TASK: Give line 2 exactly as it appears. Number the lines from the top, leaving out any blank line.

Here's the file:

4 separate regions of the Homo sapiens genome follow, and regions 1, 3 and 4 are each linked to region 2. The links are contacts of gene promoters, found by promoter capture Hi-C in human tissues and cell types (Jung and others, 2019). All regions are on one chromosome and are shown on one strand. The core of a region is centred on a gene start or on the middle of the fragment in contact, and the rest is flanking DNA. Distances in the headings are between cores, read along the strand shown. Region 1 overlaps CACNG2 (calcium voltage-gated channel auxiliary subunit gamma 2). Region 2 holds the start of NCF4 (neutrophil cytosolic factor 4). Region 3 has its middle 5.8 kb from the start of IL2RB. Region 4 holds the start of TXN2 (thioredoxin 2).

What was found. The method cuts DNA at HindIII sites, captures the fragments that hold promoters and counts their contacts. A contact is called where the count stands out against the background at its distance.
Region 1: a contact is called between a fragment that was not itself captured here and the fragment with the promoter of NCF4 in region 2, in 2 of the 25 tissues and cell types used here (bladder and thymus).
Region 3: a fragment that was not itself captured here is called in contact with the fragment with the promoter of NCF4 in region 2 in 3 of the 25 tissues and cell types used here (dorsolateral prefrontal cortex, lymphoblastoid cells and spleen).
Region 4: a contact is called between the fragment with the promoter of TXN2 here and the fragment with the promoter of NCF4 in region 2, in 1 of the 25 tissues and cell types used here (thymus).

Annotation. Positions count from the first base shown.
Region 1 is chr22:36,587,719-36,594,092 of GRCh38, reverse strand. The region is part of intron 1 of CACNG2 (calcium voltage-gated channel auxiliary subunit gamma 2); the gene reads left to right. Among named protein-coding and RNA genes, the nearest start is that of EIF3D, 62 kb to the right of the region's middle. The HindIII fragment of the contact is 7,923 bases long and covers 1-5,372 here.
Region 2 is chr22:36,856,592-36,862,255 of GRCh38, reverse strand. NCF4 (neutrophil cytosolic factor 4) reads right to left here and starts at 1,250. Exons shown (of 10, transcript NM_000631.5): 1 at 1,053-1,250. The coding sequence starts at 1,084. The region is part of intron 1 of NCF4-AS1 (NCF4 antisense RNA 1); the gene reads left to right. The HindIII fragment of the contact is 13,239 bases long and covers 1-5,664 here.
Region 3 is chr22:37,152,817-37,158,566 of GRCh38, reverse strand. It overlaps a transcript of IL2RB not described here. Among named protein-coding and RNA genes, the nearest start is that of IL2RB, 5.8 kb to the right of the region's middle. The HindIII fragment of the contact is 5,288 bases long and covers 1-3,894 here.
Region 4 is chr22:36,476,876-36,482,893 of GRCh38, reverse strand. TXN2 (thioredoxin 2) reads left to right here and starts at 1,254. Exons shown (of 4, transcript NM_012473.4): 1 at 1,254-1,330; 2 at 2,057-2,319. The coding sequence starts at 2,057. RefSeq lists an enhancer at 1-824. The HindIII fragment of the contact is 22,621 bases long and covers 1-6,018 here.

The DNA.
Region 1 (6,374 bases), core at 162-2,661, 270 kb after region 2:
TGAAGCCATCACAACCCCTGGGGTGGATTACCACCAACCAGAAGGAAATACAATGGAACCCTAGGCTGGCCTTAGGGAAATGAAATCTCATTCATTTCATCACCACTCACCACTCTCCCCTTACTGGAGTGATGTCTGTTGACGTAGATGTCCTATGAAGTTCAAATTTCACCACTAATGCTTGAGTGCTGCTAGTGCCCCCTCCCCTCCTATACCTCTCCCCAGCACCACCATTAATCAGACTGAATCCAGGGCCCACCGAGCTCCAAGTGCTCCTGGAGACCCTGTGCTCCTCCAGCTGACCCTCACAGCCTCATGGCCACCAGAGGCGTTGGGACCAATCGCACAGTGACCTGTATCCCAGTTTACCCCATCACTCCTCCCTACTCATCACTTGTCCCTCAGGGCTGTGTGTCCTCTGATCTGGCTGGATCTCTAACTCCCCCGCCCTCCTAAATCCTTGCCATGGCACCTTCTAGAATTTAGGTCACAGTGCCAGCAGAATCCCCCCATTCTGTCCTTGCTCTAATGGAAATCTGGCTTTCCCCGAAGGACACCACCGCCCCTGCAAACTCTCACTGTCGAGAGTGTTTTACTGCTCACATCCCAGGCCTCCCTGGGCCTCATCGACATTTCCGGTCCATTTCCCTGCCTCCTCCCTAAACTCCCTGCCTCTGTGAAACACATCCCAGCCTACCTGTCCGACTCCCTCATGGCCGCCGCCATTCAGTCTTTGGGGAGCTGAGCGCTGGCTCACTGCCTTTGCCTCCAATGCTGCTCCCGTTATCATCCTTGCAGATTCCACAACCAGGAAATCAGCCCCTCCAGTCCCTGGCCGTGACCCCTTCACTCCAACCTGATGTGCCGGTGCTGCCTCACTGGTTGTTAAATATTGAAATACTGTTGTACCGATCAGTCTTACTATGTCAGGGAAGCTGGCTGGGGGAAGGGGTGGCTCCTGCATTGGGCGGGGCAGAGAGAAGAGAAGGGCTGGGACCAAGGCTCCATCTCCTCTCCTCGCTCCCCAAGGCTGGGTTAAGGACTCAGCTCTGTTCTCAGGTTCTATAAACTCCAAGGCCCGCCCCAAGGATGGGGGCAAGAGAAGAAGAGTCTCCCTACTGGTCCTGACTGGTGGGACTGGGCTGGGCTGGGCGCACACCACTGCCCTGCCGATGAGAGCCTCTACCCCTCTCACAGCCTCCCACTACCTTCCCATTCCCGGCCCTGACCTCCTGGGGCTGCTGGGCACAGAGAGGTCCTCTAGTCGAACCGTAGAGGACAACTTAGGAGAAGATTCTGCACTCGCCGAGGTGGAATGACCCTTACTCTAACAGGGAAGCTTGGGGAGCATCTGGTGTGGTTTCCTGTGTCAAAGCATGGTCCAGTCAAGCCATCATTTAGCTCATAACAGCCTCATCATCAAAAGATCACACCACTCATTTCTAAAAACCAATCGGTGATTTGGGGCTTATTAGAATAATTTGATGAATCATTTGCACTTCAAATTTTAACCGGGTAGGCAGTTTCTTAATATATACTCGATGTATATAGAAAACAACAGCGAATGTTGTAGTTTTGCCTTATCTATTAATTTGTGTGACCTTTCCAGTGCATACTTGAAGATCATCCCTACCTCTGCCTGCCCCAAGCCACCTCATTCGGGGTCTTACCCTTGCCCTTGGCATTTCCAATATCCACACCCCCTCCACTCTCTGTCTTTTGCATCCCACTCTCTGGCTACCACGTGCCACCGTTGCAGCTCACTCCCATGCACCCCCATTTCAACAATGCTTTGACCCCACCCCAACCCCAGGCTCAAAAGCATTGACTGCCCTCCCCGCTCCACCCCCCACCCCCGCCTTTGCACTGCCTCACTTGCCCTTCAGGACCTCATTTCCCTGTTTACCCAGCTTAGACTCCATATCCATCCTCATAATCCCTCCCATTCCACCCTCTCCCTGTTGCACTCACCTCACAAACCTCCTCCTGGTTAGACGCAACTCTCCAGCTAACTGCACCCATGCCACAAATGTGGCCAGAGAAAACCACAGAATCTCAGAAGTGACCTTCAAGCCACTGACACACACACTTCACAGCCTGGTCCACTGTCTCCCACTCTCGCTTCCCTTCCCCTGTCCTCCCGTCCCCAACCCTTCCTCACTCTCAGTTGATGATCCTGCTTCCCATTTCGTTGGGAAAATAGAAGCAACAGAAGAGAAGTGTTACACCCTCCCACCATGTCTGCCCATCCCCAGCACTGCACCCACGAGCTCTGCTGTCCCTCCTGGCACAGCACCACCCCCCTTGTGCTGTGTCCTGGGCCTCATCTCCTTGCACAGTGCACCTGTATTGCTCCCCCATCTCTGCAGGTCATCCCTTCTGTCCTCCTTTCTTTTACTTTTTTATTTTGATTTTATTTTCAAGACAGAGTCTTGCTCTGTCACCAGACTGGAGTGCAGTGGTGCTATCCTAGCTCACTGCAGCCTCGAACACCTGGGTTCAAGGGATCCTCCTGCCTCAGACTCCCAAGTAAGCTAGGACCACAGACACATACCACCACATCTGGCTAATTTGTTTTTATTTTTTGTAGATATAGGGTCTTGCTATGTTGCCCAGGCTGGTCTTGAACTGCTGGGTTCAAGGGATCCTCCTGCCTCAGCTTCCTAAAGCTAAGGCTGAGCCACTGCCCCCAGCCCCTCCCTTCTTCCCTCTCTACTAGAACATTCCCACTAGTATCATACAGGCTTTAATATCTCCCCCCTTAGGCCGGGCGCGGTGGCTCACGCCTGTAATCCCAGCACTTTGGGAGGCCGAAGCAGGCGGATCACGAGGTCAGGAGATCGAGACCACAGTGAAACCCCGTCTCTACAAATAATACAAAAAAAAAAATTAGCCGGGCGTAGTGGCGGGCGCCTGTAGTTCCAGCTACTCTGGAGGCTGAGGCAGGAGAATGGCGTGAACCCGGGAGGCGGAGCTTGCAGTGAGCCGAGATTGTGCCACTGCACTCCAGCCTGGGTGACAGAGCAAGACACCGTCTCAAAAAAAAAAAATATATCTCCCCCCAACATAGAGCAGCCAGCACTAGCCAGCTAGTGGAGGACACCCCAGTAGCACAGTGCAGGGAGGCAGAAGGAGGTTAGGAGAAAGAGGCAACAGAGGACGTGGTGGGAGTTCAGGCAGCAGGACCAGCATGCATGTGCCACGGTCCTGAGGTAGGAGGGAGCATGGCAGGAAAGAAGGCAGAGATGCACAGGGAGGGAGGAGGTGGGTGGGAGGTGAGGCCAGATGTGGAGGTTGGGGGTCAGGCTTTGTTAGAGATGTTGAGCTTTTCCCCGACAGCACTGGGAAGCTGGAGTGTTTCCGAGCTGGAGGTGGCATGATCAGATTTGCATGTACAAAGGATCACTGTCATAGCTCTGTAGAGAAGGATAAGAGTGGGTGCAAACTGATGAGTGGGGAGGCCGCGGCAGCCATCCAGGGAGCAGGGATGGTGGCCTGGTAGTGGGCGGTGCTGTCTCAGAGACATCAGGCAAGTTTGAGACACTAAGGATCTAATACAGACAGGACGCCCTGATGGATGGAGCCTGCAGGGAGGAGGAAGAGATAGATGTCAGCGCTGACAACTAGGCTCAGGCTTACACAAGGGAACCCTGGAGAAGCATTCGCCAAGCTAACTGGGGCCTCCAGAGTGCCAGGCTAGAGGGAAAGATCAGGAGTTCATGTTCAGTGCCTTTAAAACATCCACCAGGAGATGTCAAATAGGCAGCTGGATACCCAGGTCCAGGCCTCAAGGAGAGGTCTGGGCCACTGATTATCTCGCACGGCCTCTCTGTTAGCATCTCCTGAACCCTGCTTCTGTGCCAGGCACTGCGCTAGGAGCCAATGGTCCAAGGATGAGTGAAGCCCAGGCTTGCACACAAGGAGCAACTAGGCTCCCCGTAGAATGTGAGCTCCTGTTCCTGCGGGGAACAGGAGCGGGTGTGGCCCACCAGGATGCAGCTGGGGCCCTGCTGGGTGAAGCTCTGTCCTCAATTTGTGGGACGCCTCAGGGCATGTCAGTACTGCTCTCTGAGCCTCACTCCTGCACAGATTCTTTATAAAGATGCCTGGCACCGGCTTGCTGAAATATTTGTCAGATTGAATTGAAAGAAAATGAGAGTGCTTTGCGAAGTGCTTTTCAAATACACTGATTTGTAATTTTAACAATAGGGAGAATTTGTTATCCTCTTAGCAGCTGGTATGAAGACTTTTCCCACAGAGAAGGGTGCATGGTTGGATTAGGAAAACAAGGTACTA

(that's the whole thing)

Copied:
What was found. The method cuts DNA at HindIII sites, captures the fragments that hold promoters and counts their contacts. A contact is called where the count stands out against the background at its distance.